Institutionalizing the main learnings of a pedagogical activity
Institutionalisation is usually the last step in a training process. While the transmissive approach positions the contribution of knowledge as the central or even unique process of the pedagogical approach, the constructivist approach in which we are involved situates it as the outcome of an experiential approach (through an investigation, a situation-problem, a debate, a professional situation analysis).
Institutionalization aims for the trainer to recognize the learning achieved and assign it a new status of knowledge. In other words, the trainer highlights the key concepts involved that meet his teaching objectives. It also helps to assure the trainees that he or she has learned, and that his or her learning is recognized as such.
For the trainer : to clarify the main learning that raised up from the previous experiential approach
For the trainee: to be conscious about the knowledge learned from the previous experiential approach.
The trainer has two phases of institutionalization. The first concerns the knowledge related to animal welfare. The trainer may be asked to reposition himself or herself on the controversy map related to animal welfare. Has his position changed, or not, and in what way? The trainer may aim to provide an overview of the points of view and ethics expressed in order to allow the learner to take a step back on what was played out in the group.
The second step concerns the knowledge related to the pedagogical process itself. This institutionalization depends, of course, on the initial intentions of the trainer. According to our Anicare approach, it seems important to review the following with the trainees:
- (1) The postures of the trainer which help or inhibit learning, the atmosphere that helps learning, the interest of anonymity. The trainer can focus on the different postures to be taken according to the pedagogical steps.
- (2) The socio-constructivist approach: the interest of asking for the conception of the learners, to make them exchange, how motivation increases during the discussion?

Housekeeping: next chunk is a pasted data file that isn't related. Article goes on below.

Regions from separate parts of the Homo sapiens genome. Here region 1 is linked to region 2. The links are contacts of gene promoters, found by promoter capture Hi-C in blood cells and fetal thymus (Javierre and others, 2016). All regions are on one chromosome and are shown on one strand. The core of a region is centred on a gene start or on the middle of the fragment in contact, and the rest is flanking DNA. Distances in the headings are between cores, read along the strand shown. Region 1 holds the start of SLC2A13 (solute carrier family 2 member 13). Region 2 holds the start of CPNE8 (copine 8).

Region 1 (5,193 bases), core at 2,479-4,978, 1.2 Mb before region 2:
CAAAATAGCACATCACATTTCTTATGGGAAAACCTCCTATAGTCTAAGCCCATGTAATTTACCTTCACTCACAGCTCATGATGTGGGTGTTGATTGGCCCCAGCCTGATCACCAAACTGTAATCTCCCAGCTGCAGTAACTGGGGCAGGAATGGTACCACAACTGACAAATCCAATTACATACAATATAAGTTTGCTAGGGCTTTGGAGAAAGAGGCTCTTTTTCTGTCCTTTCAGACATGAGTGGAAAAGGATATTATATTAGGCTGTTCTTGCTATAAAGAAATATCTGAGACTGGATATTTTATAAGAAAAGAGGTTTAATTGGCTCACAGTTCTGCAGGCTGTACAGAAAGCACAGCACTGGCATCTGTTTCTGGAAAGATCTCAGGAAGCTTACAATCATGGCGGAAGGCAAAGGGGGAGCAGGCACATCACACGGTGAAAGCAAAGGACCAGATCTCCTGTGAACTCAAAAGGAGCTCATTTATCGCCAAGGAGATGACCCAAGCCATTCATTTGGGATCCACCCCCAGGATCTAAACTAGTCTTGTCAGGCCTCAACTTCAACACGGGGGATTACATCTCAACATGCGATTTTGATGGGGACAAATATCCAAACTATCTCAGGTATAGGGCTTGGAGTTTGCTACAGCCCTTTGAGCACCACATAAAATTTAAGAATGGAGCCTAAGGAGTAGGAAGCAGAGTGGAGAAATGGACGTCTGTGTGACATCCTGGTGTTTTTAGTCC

- (3) The situation-problem: how to elaborate an assignment? How to lead a situation-problem? How to use the Aniphi platform, its interest and limits? How to combine individual, group and plenary sessions?
- (4) The role of the learner. What did s/he do to enhance his/her own learning? Did s/he contribute enough to assist the whole group in learning? In which way should s/he change his/her behaviour to deepen the learning process next time?
Of course, the trainer knows or (should know) the objective sought, the knowledge to be developed. But situation-problems, debates, professional situation analyses in which the trainees have been involved, also enable learning that the teacher may not have considered. Failure to consider the learning that the trainee considers important may result in the trainee not being able to focus on what the trainer considers important. This is one of the reasons why pre-evaluation should be carried out before the training, putting questions like “what are you intending to learn?” Institutionalization is therefore the result of a compromise between the learning expected and the learning achieved by the trainees.
Institutionalization is part of a posture of impartiality. It would be both unethical and ineffective to take sides for or against a particular practice, technology, etc. On the contrary, it is a matter of highlighting the issues at stake in terms of animal welfare education and for the educator with regard to the context in which they find themselves.
The map of controversies can be adapted and presented to highlight the diversity of ethical, scientific views on animal welfare.
The postures proposed by Kelly (1986) can also be helpful (see appendix 4).